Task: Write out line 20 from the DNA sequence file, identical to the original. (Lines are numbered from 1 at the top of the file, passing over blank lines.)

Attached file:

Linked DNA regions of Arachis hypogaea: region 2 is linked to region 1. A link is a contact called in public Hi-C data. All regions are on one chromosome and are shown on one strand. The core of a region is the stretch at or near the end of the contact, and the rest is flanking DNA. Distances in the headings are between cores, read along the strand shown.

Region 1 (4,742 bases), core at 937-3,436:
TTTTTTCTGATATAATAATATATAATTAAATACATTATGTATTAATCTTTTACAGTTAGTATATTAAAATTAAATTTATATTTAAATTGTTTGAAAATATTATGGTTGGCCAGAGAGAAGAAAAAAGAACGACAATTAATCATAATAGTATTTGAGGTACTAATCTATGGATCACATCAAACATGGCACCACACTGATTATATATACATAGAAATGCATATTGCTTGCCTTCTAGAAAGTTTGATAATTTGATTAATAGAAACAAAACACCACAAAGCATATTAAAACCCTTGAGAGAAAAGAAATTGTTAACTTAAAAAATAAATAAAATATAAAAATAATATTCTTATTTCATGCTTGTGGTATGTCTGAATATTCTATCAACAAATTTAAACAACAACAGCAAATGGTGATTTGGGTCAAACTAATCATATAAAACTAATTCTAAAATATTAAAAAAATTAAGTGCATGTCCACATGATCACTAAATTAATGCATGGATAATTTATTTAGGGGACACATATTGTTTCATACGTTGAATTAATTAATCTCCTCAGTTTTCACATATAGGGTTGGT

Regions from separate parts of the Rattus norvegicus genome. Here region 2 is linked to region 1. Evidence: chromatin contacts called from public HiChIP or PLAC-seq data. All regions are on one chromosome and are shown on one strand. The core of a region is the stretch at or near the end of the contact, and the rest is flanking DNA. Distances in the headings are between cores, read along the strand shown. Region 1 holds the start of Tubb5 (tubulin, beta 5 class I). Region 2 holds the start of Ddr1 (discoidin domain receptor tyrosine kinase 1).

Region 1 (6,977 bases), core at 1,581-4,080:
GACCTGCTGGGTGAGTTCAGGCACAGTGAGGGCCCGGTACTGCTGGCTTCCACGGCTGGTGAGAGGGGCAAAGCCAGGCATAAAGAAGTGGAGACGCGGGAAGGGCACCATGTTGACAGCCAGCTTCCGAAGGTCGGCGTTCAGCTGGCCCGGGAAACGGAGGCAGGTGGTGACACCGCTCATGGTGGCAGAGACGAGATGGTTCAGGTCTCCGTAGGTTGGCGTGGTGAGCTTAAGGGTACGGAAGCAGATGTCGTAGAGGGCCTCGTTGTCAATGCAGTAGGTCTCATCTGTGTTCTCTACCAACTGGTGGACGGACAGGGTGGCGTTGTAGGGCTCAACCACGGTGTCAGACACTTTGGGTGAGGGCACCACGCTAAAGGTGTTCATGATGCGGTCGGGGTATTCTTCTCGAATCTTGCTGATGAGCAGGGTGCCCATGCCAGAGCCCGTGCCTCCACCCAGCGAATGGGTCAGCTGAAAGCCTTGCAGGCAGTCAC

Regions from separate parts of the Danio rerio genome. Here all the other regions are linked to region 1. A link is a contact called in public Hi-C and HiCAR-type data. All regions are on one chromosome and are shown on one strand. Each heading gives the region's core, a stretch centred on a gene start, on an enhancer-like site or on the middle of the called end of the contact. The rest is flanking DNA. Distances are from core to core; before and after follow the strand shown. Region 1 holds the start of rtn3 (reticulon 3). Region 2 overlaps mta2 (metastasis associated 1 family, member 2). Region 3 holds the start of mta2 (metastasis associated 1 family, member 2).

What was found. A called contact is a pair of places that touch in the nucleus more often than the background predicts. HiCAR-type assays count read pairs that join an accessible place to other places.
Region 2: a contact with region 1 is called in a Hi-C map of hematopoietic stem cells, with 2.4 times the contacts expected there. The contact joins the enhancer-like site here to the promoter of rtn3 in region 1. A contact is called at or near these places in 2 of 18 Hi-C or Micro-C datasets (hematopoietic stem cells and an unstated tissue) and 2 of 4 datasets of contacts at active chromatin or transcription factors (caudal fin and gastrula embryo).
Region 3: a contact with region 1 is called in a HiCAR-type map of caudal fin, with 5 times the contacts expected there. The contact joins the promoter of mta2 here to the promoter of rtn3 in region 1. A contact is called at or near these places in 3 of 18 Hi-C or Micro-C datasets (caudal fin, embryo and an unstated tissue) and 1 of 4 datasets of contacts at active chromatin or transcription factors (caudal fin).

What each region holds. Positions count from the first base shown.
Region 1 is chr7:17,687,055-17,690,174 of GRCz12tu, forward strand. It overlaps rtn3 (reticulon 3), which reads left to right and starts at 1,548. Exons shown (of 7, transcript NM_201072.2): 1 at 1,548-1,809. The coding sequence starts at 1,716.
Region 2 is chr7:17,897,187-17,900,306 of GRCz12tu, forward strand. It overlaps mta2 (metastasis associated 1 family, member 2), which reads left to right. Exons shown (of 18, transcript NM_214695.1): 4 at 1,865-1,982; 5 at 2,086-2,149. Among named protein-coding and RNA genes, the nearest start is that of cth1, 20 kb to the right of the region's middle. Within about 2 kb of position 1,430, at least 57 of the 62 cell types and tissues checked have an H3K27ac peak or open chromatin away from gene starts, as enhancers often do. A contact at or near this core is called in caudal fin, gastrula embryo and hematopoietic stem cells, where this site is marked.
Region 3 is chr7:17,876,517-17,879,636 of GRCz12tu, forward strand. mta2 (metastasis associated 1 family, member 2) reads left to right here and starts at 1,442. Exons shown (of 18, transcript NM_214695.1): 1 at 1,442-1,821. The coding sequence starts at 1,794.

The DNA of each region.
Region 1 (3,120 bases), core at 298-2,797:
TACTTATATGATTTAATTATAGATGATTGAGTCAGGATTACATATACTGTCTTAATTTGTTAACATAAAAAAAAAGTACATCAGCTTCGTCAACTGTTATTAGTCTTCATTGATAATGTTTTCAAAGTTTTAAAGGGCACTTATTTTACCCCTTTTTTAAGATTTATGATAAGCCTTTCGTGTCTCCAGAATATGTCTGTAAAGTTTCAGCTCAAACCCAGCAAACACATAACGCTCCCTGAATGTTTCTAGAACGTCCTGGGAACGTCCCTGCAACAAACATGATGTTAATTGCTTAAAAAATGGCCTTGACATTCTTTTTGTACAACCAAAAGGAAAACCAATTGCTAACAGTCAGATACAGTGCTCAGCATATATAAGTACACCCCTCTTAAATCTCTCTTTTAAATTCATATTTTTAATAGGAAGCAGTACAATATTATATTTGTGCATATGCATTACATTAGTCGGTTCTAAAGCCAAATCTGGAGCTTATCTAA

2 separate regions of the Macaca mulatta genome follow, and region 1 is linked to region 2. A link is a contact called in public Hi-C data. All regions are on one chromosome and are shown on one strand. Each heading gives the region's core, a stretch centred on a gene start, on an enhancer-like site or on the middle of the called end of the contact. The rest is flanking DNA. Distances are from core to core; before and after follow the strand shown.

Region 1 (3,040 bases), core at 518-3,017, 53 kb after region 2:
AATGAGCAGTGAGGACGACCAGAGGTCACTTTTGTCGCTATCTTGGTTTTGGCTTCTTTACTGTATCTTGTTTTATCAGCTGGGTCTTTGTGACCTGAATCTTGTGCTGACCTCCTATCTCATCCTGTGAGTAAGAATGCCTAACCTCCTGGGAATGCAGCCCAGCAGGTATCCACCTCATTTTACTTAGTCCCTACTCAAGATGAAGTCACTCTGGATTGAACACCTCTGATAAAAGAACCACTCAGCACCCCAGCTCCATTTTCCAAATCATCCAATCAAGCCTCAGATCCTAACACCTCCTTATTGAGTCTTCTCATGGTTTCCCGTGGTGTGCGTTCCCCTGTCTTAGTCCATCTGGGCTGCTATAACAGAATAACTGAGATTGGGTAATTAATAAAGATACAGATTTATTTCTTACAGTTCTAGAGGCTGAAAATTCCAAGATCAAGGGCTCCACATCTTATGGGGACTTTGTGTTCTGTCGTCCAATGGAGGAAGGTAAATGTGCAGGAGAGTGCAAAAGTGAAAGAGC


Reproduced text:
AATGAGCAGTGAGGACGACCAGAGGTCACTTTTGTCGCTATCTTGGTTTTGGCTTCTTTACTGTATCTTGTTTTATCAGCTGGGTCTTTGTGACCTGAATCTTGTGCTGACCTCCTATCTCATCCTGTGAGTAAGAATGCCTAACCTCCTGGGAATGCAGCCCAGCAGGTATCCACCTCATTTTACTTAGTCCCTACTCAAGATGAAGTCACTCTGGATTGAACACCTCTGATAAAAGAACCACTCAGCACCCCAGCTCCATTTTCCAAATCATCCAATCAAGCCTCAGATCCTAACACCTCCTTATTGAGTCTTCTCATGGTTTCCCGTGGTGTGCGTTCCCCTGTCTTAGTCCATCTGGGCTGCTATAACAGAATAACTGAGATTGGGTAATTAATAAAGATACAGATTTATTTCTTACAGTTCTAGAGGCTGAAAATTCCAAGATCAAGGGCTCCACATCTTATGGGGACTTTGTGTTCTGTCGTCCAATGGAGGAAGGTAAATGTGCAGGAGAGTGCAAAAGTGAAAGAGC